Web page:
Acute oxygen sensing in health and disease

J López-Barneo(1)

1: Institute of Biomedicine of Seville (IBIS), Hospital Universitario Virgen del Rocío/CSIC/Universidad de Sevilla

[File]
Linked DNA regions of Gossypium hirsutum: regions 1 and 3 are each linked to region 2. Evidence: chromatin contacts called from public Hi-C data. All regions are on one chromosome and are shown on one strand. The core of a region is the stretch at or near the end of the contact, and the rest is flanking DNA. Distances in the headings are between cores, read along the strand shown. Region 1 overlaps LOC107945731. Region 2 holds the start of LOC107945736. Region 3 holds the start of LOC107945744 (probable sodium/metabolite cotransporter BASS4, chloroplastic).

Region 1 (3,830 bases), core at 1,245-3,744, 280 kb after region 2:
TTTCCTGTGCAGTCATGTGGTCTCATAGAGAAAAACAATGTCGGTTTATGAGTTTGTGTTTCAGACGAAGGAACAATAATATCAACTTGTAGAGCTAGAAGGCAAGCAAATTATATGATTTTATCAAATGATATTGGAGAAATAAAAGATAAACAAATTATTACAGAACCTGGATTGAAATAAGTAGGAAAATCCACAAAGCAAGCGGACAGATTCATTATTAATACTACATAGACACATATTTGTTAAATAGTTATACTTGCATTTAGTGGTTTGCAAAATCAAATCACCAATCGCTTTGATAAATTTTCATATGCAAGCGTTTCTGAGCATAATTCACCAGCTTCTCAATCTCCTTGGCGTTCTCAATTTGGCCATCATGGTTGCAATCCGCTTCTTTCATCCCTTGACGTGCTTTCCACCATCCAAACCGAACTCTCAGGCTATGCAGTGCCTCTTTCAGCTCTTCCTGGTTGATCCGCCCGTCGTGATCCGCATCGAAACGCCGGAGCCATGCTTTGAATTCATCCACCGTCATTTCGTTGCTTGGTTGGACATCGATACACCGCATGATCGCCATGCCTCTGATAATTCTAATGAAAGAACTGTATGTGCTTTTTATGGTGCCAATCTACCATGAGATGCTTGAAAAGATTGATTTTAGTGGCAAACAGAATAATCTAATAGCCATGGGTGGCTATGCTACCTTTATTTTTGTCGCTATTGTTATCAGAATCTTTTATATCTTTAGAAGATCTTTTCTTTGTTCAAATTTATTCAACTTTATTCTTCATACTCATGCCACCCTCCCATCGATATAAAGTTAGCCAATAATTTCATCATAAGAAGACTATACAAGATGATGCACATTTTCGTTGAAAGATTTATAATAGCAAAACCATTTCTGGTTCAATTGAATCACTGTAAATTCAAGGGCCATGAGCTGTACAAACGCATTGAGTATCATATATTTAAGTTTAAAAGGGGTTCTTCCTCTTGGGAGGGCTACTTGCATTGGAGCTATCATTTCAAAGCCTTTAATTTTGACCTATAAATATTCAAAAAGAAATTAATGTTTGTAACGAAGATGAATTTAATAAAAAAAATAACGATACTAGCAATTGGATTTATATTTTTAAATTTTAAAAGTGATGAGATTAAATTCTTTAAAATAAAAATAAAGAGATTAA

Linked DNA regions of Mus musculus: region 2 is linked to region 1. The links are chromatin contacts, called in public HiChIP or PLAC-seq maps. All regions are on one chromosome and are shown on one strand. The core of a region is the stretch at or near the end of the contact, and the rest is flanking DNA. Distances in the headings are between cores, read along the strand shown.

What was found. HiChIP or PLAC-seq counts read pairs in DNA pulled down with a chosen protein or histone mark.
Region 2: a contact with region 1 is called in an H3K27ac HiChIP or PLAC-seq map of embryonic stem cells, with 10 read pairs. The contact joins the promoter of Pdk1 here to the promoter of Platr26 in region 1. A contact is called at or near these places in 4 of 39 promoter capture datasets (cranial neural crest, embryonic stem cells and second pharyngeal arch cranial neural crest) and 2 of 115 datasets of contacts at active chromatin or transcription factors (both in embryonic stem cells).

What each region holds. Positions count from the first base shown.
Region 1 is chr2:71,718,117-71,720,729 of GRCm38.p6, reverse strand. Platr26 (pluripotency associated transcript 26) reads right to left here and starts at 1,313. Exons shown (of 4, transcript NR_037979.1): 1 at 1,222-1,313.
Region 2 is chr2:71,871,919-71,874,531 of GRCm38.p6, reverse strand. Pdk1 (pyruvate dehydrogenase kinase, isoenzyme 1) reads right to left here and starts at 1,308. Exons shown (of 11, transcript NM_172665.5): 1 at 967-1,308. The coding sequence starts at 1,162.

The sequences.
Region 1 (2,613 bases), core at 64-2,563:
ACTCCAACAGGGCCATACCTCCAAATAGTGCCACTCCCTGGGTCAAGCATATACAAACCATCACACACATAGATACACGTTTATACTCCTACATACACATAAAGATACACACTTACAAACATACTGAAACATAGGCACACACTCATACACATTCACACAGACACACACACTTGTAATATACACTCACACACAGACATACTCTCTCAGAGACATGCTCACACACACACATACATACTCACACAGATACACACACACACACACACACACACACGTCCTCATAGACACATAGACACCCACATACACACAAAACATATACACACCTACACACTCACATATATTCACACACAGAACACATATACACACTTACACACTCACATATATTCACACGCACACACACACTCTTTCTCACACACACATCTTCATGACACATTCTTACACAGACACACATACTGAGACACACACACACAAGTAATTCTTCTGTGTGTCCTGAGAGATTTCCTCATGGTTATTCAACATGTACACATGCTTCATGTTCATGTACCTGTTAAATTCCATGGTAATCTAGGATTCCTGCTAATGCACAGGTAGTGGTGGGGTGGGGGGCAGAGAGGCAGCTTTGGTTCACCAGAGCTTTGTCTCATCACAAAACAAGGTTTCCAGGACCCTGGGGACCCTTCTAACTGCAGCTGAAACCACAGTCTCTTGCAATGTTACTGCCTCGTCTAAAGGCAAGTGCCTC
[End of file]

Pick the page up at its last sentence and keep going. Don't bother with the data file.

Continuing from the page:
Oxygen (O₂) is needed for survival of most life forms on Earth and, therefore, the supply of sufficient O₂ to the tissues is a major physiological challenge. In mammals, a deficit of O₂ (hypoxia) triggers rapid cardiorespiratory reflexes (e.g. hyperventilation and increased heart output) that within a few seconds increase the uptake of O₂ by the lungs and its distribution throughout the body. These adaptive responses are essential for adaptation to high altitudes and for survival of patients with restrictions of gas exchange in the lungs. The prototypical organ within the “homeostatic acute O₂ sensing system” is the carotid body (CB), which contains sensory glomus cells expressing O₂-regulated ion channels. In response to hypoxia, glomus cells depolarize and release transmitters, which activate afferent fibers terminating at the brainstem respiratory and autonomic centers. The nature of the glomus cell O₂ sensor has been elusive but recent data have shown that these cells contain specialized mitochondria expressing high levels of specific enzymes and atypical electron transport chain (ETC) subunit isoforms. Glomus cells combine an accelerated ETC and high O₂ consumption with a cytochrome c oxidase having a low apparent affinity for O₂. Hypoxia causes a slowdown of the ETC resulting in the accumulation of NADH and the production of H₂O₂, which are the signals that regulate membrane ion channels. Alterations of CB output can contribute to the pathophysiology of highly prevalent diseases such as respiratory depression, sleep apnea, or refractory hypertension. Disruption of the CB O₂ sensor may be also the cause of silent hypoxemia characteristic of some COVID-19 patients.